Texans for Vaccine Choice also helps parents apply for vaccine exemptions for their children,[18] placing them at the epicenter of Travis County's rapidly growing anti-vaccination movement.[19] TFVC is promoted alongside Andrew Wakefield in the anti-vaccination propaganda film Vaxxed.[19][20]

Political actions[edit]

Terri Andrews of the Immunization Collaboration of Tarrant County, a Texas Medical Association member initiative, describes TFVC as the "main anti-vaccination group in Texas".[3] Vaccine researcher Peter Hotez notes that moderate candidates in Texas are "being cherry-picked out by candidates running on anti-vaccine platforms".[15] One example is the 2018 TX statehouse election for district 114, where TFVC endorsed Lisa Luby Ryan, unseating the incumbent Republican in the primary.[21] Ryan was beaten in the general election by Democrat John Turner.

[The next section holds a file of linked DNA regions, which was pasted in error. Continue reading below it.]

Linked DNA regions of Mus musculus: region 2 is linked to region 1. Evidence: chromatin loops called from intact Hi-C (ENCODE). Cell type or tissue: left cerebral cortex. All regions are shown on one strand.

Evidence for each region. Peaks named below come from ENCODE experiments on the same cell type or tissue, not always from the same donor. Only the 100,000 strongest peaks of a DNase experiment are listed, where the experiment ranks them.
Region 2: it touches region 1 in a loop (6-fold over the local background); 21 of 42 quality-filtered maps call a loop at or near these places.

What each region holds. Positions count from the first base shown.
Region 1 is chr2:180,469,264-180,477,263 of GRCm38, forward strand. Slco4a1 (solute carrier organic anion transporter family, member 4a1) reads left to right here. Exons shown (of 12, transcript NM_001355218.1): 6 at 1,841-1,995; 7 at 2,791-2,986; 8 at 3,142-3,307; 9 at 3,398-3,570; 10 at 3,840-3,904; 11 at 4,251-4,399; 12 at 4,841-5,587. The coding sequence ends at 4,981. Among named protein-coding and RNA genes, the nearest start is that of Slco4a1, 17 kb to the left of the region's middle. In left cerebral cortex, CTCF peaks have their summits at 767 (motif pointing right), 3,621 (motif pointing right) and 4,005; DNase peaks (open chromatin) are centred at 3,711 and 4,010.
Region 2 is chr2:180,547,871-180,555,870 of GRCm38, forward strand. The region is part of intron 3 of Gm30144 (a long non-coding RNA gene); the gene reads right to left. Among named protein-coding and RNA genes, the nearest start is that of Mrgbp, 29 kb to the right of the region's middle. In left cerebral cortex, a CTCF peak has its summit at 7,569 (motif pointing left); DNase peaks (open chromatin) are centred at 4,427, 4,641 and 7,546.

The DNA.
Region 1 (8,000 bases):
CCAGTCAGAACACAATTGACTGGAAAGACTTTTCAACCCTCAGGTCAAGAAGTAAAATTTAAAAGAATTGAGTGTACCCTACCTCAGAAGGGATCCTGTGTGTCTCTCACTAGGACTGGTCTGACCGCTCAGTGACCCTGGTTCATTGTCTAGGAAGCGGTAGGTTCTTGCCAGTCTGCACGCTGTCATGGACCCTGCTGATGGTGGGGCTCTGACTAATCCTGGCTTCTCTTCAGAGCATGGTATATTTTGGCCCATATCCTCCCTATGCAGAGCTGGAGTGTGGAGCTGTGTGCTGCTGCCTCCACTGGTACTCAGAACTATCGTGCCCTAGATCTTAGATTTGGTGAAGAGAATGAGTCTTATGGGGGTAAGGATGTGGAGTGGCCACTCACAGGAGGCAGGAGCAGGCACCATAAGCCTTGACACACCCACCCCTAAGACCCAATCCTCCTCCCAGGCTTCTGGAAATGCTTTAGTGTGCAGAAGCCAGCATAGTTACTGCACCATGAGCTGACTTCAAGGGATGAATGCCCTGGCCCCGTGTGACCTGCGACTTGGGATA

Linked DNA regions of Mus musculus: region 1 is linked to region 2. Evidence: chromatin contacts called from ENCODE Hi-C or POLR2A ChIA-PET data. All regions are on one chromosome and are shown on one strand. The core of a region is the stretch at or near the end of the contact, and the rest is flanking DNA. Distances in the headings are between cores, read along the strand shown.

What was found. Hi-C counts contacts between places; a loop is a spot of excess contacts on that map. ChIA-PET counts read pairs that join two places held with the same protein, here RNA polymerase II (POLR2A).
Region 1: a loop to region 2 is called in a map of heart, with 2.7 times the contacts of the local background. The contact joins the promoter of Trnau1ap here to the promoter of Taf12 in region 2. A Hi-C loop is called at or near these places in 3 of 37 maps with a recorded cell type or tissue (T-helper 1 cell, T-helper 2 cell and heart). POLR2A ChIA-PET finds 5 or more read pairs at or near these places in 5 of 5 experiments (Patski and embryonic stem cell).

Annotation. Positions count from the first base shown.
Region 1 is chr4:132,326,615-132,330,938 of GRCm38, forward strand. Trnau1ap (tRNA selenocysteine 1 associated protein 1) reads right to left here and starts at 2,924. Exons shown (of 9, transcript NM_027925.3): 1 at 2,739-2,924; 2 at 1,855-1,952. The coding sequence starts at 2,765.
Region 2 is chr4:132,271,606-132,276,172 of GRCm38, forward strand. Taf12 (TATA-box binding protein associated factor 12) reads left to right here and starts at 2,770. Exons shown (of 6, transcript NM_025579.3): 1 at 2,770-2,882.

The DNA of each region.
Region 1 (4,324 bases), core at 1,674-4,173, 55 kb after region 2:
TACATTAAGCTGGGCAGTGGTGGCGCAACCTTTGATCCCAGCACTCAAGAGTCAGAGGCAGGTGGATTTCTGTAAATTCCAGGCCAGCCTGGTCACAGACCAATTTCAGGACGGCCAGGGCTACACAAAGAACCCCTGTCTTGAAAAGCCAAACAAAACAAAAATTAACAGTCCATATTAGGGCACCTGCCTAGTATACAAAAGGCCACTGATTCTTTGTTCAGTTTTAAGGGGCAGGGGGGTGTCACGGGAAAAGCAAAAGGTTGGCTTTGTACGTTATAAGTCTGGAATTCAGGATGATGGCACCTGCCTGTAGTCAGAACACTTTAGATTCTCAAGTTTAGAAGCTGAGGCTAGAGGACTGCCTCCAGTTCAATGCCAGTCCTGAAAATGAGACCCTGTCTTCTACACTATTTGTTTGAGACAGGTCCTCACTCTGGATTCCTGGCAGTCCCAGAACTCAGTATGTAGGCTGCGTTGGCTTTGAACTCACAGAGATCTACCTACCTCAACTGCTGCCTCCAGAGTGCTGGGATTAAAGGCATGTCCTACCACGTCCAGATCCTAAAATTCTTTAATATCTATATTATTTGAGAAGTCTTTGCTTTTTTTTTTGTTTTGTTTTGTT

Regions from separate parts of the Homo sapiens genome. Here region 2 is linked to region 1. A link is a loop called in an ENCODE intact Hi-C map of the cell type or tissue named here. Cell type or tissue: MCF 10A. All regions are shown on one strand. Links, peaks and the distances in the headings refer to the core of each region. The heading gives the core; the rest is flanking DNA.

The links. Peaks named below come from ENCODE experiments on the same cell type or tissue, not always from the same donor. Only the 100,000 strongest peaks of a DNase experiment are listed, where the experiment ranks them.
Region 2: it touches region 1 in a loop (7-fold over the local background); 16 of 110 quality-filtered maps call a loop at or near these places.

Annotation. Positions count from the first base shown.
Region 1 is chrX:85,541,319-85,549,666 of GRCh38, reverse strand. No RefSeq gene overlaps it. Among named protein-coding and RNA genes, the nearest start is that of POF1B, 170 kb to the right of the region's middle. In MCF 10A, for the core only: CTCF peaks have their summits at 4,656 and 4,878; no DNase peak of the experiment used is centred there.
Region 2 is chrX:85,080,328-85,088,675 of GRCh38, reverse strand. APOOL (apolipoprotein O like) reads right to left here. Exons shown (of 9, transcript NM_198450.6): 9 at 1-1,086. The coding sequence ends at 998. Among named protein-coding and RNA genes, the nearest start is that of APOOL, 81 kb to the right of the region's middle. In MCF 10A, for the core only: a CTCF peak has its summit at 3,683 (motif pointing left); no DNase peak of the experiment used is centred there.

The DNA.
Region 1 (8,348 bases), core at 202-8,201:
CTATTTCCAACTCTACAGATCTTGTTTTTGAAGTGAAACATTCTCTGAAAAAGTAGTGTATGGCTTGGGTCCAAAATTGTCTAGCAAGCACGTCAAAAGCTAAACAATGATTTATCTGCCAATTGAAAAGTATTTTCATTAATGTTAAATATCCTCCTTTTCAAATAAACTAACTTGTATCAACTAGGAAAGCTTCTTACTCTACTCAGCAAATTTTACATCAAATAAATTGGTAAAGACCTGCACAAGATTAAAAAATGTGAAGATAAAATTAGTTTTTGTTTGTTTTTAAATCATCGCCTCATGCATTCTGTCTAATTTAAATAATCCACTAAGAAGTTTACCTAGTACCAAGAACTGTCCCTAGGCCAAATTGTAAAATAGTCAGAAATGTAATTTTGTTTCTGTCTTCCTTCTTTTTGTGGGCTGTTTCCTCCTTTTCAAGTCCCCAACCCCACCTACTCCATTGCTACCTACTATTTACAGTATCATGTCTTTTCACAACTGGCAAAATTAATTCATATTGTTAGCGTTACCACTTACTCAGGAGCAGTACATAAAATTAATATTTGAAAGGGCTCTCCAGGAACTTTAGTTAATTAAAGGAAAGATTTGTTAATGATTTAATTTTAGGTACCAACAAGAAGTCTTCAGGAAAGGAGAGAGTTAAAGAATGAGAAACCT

Science communicator David Gorski has criticized TFVC for publishing blog posts misrepresenting herd immunity, and accusing them of exaggerating the risks of vaccines and downplaying the benefits. Gorski has also criticized Jackie Schlegel for describing her autistic daughter as "vaccine injured",[5] since there is compelling evidence that vaccines do not cause autism.[13]

See also[edit]

References[edit]

  1. ^ a b c Novack, Sophie (August 8, 2017). "Fringe Factor, How 'Mad Moms in Minivans' Injected Themselves into Texas' Anti-Vaccine Debate". Texas Observer. Retrieved January 12, 2018.
  2. ^ a b c d Kupferschmidt, Kai (December 1, 2016). "Why Texas is becoming a major antivaccine battlefield". Science. doi:10.1126/science.aal0439. Retrieved January 12, 2018.
  3. ^ a b "Immunization Collaboration of Tarrant County Countering Anti-Vaxxers With Shots and Information". Retrieved January 15, 2019.
  4. ^ "Benjamin Mazer: The dog whistle medicine of the anti-vaccine movement". March 9, 2018. Retrieved January 15, 2019.
  5. ^ a b c "Texas: Ground zero for the politicization of school vaccine mandates". sciencebasedmedicine.org. March 5, 2018. Retrieved September 3, 2018.
  6. ^ "How Anti-Vaxxers are Injecting Themselves into the Texas Republican Primaries". The Texas Observer. February 28, 2018.